Visitors to Mole National Park in Northern Ghana can combine their visit with a stop at two authentic villages near the park: Larabanga and Mognori. Larabanga is an obvious one as it lies at the junction for the park’s entrance and is where the public bus from Tamale will drop you. It’s mostly famous for hosting the oldest mosque in the country and the whole region, often referred to as the ‘Mecca of West Africa ‘.
Thought to be originally founded in 1421 (it has often been restored since), the Larabanga Mosque is built out of mud and sticks in the West-Sudanese style, a somewhat peculiar and inspiring sight.
Besides the mosque, Larabanga is a fascinating place and a volunteer guide will happily show you around so you can catch a glimpse of life in the village.
For those not venturing further north in Ghana, the village offers the most southerly accessible examples of traditional flat-roofed mud huts. The markings on the walls were their original calendars.
A rare decoration amongst the rustic looking mud huts & the ever present village grinding mill which is used here for grinding corn.
Boiling roasted and grounded shea nuts for the preparation of shea butter which the village sell to tourists and other markets as a source of revenue.
The butter oils which float to the top of the cauldron are collected and left to cool and solidify, resulting in the creamy and golden shea butter as the final product.
Work by a team of Canadian volunteers a while ago – an awareness message on HIV/Aids painted on a communal building.
Children from Larabanga attend school in Mole National Park.
The road from Larabanga to Mole (about 5 km) leads past the park to the small village of Mognori.
Mognori was essentially created 10 years ago to offer the local community a chance to get involved into the tourist activity surrounding the park and use the proceeds to help develop the village and better their lives.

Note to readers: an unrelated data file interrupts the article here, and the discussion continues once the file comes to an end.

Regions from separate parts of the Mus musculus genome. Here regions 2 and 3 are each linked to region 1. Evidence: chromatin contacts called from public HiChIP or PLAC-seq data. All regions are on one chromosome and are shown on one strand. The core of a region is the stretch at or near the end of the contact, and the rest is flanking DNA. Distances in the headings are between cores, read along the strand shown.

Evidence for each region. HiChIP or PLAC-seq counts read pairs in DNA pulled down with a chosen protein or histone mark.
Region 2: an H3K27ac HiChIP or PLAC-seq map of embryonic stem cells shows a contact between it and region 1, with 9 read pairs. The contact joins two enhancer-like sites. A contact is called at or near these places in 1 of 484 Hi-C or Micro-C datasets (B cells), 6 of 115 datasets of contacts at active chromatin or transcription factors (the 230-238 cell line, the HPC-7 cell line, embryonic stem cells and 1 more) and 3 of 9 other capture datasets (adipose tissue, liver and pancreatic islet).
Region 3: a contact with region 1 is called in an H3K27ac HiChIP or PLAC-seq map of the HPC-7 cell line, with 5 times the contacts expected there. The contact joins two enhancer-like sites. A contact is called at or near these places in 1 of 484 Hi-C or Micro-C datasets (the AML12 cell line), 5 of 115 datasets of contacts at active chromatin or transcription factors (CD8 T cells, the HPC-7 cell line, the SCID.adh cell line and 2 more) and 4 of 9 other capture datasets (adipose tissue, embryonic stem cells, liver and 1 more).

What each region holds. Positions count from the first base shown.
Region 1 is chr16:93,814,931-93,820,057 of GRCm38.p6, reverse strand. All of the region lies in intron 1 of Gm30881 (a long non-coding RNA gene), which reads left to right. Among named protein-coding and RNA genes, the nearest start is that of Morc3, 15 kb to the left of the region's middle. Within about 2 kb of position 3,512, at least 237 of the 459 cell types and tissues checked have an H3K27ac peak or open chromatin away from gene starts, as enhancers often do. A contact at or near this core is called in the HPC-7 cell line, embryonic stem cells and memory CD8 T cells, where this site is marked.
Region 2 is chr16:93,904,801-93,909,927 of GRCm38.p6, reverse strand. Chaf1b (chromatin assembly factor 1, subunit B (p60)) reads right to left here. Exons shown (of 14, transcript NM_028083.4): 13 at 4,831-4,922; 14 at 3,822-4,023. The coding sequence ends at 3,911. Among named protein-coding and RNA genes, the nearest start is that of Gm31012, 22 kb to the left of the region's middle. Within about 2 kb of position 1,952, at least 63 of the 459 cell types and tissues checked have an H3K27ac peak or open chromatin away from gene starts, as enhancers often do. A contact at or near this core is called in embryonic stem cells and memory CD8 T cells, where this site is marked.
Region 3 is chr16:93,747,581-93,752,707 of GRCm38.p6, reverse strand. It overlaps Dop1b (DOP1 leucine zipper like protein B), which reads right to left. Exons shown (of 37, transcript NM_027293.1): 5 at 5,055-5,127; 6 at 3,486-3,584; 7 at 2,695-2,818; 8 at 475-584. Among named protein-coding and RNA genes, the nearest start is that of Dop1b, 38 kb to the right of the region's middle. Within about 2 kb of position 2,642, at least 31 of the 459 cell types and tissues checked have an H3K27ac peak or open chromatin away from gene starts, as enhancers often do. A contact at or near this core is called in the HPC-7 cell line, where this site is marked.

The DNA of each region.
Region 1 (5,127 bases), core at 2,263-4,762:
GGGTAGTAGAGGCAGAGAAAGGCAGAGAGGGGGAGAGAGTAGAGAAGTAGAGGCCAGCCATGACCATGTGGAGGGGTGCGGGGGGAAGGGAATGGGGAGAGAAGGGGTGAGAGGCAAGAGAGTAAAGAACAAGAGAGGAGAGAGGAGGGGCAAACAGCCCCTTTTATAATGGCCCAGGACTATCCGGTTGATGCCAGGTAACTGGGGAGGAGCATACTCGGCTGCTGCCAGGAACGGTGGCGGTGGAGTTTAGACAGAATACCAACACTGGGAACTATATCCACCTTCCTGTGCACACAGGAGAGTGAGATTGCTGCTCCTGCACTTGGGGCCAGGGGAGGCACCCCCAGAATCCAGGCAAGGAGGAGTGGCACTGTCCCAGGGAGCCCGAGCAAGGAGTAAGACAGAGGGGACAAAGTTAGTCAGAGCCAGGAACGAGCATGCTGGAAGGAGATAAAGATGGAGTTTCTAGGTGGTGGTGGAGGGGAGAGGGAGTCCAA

This well-run ecotourism project is worth a visit for anyone going to Mole. Taking the village tour with one of the extremely knowledgeable guides will give you the opportunity to experience village life and how people spend their days.
A family compound is usually formed of a series of traditional mud huts surrounding a common yard.
Inside a house, looking up at the ceiling made of bamboo and straw.
Playing drums is as much a way of communicating than celebrating in the village and you can get a private workshop if you’d like to learn how.
Flat-roofed huts have many uses, including sleeping on the roof when it gets too hot inside and sun-drying the crops such as chilis…
..cassava, and okra.
Smoking fish is the preferred way of preservation.
They maintain a garden and besides chilies and tomatoes also grow quite a bit of tobacco.
Small calabash are cleverly used when dried to store and sell the shea butter in an attractive container.
Giant trees are essential to offer shade from the scorching sun and an ideal place for their midday siesta.
For those wanting more than the village walk, Mognori also offers homestays in a traditional house where you’ll be fed and surely entertained by the kids! Day trips to Mole can be arranged from there so it’s a viable and authentic alternative to staying at the Mole Motel.